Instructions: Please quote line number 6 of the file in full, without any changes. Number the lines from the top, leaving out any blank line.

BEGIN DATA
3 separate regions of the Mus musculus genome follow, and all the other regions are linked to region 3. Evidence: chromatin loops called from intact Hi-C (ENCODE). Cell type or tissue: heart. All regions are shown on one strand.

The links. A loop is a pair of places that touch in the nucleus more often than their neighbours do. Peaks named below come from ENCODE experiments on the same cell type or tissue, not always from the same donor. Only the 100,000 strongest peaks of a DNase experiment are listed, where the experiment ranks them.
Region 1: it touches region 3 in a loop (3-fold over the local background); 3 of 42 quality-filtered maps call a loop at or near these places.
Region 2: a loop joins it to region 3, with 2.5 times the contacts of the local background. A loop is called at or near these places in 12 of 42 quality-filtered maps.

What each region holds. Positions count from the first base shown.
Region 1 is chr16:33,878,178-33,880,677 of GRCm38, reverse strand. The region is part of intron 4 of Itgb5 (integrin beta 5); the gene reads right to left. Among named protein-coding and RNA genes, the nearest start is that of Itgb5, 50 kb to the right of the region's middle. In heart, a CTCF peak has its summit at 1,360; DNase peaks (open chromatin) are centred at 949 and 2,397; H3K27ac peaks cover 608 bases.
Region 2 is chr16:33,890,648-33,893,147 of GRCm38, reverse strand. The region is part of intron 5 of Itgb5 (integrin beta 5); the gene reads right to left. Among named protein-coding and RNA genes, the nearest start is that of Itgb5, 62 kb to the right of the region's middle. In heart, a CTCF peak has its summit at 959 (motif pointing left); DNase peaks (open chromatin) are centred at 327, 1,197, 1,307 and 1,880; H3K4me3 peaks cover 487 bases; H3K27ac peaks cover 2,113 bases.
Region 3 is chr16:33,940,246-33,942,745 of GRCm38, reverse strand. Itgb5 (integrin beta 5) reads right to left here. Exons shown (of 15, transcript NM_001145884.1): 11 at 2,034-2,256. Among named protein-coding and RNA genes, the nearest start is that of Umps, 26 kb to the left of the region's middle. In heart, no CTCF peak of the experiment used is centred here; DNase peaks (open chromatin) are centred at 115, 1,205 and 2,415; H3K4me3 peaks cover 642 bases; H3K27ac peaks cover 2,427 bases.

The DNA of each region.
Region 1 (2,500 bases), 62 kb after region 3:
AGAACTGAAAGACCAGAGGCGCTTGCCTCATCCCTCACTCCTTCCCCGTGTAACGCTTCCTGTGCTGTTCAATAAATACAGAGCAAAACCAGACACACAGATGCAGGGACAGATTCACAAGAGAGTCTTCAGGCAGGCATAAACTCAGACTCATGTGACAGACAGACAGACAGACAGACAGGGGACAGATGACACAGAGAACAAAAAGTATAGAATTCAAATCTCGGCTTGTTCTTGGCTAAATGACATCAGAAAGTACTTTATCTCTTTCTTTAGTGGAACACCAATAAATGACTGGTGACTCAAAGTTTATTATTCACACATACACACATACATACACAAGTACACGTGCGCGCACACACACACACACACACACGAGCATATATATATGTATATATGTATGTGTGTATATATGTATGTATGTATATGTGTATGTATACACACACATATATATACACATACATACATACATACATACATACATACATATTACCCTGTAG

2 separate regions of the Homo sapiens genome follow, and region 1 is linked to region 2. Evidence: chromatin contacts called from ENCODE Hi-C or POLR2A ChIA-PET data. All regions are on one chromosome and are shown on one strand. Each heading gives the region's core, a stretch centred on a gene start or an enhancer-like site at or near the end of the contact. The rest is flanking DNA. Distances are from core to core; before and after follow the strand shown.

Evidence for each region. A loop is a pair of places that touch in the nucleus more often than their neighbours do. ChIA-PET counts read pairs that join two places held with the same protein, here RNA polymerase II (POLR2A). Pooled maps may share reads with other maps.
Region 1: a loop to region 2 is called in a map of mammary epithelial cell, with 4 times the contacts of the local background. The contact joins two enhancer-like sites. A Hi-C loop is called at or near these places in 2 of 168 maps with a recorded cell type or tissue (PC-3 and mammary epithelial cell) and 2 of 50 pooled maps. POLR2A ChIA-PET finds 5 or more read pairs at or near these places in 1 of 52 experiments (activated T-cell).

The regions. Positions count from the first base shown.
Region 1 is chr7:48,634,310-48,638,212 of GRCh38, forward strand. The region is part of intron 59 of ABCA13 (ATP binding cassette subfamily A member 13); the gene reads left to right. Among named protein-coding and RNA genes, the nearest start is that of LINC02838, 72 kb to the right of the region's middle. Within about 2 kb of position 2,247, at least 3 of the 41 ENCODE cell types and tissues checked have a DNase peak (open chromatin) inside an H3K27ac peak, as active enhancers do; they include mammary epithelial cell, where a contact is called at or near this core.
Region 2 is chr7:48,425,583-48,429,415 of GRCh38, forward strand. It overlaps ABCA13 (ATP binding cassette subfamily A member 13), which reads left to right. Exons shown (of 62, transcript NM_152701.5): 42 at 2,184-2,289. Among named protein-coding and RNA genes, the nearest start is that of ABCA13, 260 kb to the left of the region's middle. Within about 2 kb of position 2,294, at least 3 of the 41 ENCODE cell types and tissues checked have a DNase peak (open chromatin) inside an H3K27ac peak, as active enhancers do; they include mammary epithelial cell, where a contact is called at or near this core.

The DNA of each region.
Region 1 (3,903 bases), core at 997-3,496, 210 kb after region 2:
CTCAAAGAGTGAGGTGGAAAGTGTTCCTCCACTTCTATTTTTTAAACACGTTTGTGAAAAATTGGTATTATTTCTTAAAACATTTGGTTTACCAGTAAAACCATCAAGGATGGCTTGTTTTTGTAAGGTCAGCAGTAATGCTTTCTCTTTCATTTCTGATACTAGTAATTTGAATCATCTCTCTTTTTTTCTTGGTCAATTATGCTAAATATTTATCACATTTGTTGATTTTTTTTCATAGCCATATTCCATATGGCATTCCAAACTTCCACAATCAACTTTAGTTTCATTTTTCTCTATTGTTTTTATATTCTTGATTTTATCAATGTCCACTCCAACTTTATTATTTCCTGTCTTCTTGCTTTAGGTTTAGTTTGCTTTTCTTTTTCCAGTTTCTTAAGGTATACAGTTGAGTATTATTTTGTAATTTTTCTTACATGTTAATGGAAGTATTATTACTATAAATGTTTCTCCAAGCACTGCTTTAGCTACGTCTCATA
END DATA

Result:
Region 1 is chr16:33,878,178-33,880,677 of GRCm38, reverse strand. The region is part of intron 4 of Itgb5 (integrin beta 5); the gene reads right to left. Among named protein-coding and RNA genes, the nearest start is that of Itgb5, 50 kb to the right of the region's middle. In heart, a CTCF peak has its summit at 1,360; DNase peaks (open chromatin) are centred at 949 and 2,397; H3K27ac peaks cover 608 bases.